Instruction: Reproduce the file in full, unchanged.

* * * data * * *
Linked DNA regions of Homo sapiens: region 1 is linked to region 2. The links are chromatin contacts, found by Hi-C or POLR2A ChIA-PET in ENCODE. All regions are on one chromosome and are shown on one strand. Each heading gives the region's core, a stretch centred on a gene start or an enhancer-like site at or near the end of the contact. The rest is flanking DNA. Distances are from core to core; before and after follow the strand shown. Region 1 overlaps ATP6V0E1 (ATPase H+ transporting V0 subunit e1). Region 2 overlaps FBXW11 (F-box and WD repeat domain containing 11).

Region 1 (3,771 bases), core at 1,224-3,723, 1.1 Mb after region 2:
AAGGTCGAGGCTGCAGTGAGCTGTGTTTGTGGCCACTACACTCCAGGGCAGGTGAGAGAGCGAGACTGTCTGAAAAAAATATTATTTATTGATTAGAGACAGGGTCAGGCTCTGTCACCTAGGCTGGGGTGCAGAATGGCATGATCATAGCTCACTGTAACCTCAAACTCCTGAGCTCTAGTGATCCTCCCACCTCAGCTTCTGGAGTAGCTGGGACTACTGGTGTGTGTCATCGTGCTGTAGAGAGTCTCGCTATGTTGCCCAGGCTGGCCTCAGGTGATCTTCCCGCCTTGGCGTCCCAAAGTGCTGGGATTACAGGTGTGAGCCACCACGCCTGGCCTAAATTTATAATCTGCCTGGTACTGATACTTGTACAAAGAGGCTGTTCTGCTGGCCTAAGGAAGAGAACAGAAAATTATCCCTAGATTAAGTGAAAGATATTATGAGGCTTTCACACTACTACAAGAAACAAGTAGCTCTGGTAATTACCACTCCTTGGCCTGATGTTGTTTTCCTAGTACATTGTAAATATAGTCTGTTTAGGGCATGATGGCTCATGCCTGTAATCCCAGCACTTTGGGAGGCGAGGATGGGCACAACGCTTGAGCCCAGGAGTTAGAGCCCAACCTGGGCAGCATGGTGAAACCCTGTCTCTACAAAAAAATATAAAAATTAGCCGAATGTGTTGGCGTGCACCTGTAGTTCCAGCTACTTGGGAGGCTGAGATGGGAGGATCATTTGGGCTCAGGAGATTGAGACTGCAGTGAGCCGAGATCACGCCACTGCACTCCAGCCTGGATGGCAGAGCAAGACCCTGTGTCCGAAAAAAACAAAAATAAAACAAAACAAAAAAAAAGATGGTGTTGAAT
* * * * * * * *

Linked DNA regions of Homo sapiens: region 1 is linked to region 2. The links are chromatin contacts, found by Hi-C or POLR2A ChIA-PET in ENCODE. All regions are on one chromosome and are shown on one strand. Each heading gives the region's core, a stretch centred on a gene start or an enhancer-like site at or near the end of the contact. The rest is flanking DNA. Distances are from core to core; before and after follow the strand shown. Region 1 overlaps ATP6V0E1 (ATPase H+ transporting V0 subunit e1). Region 2 overlaps FBXW11 (F-box and WD repeat domain containing 11).

Region 1 (3,771 bases), core at 1,224-3,723, 1.1 Mb after region 2:
AAGGTCGAGGCTGCAGTGAGCTGTGTTTGTGGCCACTACACTCCAGGGCAGGTGAGAGAGCGAGACTGTCTGAAAAAAATATTATTTATTGATTAGAGACAGGGTCAGGCTCTGTCACCTAGGCTGGGGTGCAGAATGGCATGATCATAGCTCACTGTAACCTCAAACTCCTGAGCTCTAGTGATCCTCCCACCTCAGCTTCTGGAGTAGCTGGGACTACTGGTGTGTGTCATCGTGCTGTAGAGAGTCTCGCTATGTTGCCCAGGCTGGCCTCAGGTGATCTTCCCGCCTTGGCGTCCCAAAGTGCTGGGATTACAGGTGTGAGCCACCACGCCTGGCCTAAATTTATAATCTGCCTGGTACTGATACTTGTACAAAGAGGCTGTTCTGCTGGCCTAAGGAAGAGAACAGAAAATTATCCCTAGATTAAGTGAAAGATATTATGAGGCTTTCACACTACTACAAGAAACAAGTAGCTCTGGTAATTACCACTCCTTGGCCTGATGTTGTTTTCCTAGTACATTGTAAATATAGTCTGTTTAGGGCATGATGGCTCATGCCTGTAATCCCAGCACTTTGGGAGGCGAGGATGGGCACAACGCTTGAGCCCAGGAGTTAGAGCCCAACCTGGGCAGCATGGTGAAACCCTGTCTCTACAAAAAAATATAAAAATTAGCCGAATGTGTTGGCGTGCACCTGTAGTTCCAGCTACTTGGGAGGCTGAGATGGGAGGATCATTTGGGCTCAGGAGATTGAGACTGCAGTGAGCCGAGATCACGCCACTGCACTCCAGCCTGGATGGCAGAGCAAGACCCTGTGTCCGAAAAAAACAAAAATAAAACAAAACAAAAAAAAAGATGGTGTTGAAT